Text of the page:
Zane is one of 14 to graduate from Georgia Northwestern Technical College’s Basic Law Enforcement program.
A commencement ceremony took place on the Calhoun campus Thursday afternoon.
Because Meribeth Zane was badly injured in a wreck and was unable to attend the Gordon County graduation ceremony, Earl Hill, a basic law enforcement instructor, and Tom Bojo, the dean of public service technologies, arranged to have a small graduation ceremony at the hospital so she could see her son graduate from the program.
According to Bojo, both Meribeth Zane and David Zane, Phillips Zane’s father, were very supportive of their son attending the Basic Law Enforcement Academy.
“Mrs. Zane really wanted to be able to see her son graduate. If she wasn’t going to be able to come to the ceremony, we were going to bring it to her,” said Bojo. “I contacted Natalie Stegall at Floyd Medical Center and she made this happen.”
Meribeth Zane said she was overwhelmed by emotion.
“I am so appreciative to everyone for doing this for us. Phillip has always wanted to help people and now he is going to have a job where he can truly help people,” said Zane.
The fall 2009 law enforcement graduations are Zane, Timothy W. Bridges, Michael J. Corvino Jr., Dhruv R. Desai, John L. Erwin, Kevin M. Garland, D. Blake Jackson, Eric S. Lowrance, Logan Allen McDougle, Scottie E. Powell, Jeremy Trey Rider, Adam S. Rogers, Cody R. Scoggins, and J. Chad Shaw.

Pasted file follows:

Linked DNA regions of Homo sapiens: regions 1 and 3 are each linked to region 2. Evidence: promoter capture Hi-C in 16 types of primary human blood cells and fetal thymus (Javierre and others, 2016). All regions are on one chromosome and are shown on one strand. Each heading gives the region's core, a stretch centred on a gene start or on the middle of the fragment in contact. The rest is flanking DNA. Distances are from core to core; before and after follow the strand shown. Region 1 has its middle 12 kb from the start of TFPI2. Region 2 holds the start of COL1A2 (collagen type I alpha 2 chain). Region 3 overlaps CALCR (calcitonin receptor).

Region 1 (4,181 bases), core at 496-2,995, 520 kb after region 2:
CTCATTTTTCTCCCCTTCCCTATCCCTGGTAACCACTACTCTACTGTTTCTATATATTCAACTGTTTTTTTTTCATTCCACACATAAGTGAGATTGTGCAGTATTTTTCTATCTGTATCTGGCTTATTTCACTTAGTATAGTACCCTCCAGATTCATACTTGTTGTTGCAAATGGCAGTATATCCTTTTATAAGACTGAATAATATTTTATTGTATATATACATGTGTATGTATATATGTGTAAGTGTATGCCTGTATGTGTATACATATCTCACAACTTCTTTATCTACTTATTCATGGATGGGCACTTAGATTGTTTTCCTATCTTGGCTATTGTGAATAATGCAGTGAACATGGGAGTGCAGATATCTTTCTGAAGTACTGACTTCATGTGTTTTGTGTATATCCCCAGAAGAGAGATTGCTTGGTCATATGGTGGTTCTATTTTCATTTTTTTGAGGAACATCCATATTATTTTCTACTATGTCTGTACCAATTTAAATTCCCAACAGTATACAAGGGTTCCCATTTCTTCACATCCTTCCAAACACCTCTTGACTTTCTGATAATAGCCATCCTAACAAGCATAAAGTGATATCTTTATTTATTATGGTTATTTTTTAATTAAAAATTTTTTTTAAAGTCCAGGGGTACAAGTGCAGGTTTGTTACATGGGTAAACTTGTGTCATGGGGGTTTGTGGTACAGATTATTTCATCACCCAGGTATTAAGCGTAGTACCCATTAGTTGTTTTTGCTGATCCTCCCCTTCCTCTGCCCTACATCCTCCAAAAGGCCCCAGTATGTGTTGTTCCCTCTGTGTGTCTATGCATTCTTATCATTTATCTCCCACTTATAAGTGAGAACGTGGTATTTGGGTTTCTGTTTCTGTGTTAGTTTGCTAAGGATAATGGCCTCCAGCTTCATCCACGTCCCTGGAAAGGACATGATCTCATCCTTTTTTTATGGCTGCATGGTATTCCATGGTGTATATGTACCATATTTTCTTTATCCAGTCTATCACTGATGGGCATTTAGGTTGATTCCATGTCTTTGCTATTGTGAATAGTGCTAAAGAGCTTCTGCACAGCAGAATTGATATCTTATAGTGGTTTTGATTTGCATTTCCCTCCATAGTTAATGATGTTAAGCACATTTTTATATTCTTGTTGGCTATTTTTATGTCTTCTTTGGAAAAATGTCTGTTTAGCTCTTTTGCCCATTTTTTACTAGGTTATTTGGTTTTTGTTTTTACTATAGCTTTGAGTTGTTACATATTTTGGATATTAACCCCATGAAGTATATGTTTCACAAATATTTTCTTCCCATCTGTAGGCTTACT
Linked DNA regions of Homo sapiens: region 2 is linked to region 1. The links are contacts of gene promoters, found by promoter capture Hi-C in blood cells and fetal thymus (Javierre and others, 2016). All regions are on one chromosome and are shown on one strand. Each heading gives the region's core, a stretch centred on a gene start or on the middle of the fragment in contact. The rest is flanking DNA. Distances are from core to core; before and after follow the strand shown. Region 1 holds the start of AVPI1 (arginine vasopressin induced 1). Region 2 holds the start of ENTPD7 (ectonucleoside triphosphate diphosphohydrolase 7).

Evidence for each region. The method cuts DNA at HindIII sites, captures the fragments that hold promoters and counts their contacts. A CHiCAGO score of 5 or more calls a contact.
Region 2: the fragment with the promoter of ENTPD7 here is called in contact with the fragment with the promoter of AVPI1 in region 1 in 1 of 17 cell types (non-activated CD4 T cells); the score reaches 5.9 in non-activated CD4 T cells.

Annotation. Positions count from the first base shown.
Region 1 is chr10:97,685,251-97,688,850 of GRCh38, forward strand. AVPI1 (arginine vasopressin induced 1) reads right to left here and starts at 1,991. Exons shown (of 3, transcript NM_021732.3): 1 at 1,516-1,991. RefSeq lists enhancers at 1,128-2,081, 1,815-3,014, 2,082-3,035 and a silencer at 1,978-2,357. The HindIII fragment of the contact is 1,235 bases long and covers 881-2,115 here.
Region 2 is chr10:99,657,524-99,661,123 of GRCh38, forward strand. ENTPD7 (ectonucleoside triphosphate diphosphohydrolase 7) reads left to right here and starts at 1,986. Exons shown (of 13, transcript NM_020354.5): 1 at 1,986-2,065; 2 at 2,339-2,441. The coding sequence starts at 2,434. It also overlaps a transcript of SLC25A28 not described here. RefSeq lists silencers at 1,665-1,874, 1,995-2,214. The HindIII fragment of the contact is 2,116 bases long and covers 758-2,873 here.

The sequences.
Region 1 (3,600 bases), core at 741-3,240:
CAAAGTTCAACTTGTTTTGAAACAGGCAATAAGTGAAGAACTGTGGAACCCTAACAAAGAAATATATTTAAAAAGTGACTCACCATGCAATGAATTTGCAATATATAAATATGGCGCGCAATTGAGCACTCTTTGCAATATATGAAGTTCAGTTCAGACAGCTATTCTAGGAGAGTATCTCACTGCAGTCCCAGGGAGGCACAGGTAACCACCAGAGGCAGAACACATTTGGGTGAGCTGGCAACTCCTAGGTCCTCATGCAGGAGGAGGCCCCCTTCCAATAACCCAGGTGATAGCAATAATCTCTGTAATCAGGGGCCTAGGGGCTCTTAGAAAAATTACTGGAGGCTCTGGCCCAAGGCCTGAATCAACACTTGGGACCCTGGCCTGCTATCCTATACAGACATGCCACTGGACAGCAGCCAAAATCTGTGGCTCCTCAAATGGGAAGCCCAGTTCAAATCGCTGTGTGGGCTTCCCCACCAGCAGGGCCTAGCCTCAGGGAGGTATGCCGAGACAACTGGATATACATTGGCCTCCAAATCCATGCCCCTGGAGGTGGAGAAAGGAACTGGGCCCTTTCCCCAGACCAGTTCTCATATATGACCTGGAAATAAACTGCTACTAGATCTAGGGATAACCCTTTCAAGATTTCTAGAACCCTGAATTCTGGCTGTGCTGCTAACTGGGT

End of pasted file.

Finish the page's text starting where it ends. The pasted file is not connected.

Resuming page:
Their next challenge is finding a job.
“Some of us had not been in a classroom for over 15 years, while others had just stepped out of high school,” said Chad Shaw.
For now, Shaw remains unemployed.
He’s not alone.
Graduate Cody Scoggins, a native of Armuchee, is seeking employment in Floyd County. He his enlisting the help of his brother Shane Scoggins, a Floyd County police officer, in his job search.
“He helped me know what to expect and know what not to expect,” said Scoggins. “Hopefully, I can get hired on with the county.”
Students who are graduating and don’t have work lined up may worry about finding a job, but as a teacher at GNTC for 15 years, Earl Hill said a degree will still be a valuable asset.
“The best reference I would give them is I would go to war with them,” said Hill, who served in the Marines.
Each graduate had 20 weeks of learning, culminating into 40 hours of class a week, along with physical fitness training.
Rome News-Tribune Staff Writer Karissa Stewart contributed to this report.